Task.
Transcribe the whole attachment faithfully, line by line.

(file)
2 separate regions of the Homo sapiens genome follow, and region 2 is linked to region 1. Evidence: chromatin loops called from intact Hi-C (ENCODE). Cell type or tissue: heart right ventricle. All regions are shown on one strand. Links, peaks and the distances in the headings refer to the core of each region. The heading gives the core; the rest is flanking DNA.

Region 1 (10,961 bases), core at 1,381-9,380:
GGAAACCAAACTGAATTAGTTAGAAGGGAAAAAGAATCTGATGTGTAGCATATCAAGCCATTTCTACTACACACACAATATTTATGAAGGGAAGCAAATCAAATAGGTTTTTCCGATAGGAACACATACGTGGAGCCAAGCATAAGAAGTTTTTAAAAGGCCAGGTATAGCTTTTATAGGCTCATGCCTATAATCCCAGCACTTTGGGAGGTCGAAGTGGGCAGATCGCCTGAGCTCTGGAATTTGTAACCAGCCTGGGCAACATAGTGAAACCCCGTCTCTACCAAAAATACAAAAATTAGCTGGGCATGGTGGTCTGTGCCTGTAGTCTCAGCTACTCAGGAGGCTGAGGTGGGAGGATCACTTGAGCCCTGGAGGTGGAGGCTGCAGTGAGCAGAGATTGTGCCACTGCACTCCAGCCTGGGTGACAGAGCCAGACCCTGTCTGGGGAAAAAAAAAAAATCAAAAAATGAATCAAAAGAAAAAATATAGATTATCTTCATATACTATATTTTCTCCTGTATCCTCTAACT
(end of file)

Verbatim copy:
2 separate regions of the Homo sapiens genome follow, and region 2 is linked to region 1. Evidence: chromatin loops called from intact Hi-C (ENCODE). Cell type or tissue: heart right ventricle. All regions are shown on one strand. Links, peaks and the distances in the headings refer to the core of each region. The heading gives the core; the rest is flanking DNA.

Region 1 (10,961 bases), core at 1,381-9,380:
GGAAACCAAACTGAATTAGTTAGAAGGGAAAAAGAATCTGATGTGTAGCATATCAAGCCATTTCTACTACACACACAATATTTATGAAGGGAAGCAAATCAAATAGGTTTTTCCGATAGGAACACATACGTGGAGCCAAGCATAAGAAGTTTTTAAAAGGCCAGGTATAGCTTTTATAGGCTCATGCCTATAATCCCAGCACTTTGGGAGGTCGAAGTGGGCAGATCGCCTGAGCTCTGGAATTTGTAACCAGCCTGGGCAACATAGTGAAACCCCGTCTCTACCAAAAATACAAAAATTAGCTGGGCATGGTGGTCTGTGCCTGTAGTCTCAGCTACTCAGGAGGCTGAGGTGGGAGGATCACTTGAGCCCTGGAGGTGGAGGCTGCAGTGAGCAGAGATTGTGCCACTGCACTCCAGCCTGGGTGACAGAGCCAGACCCTGTCTGGGGAAAAAAAAAAAATCAAAAAATGAATCAAAAGAAAAAATATAGATTATCTTCATATACTATATTTTCTCCTGTATCCTCTAACT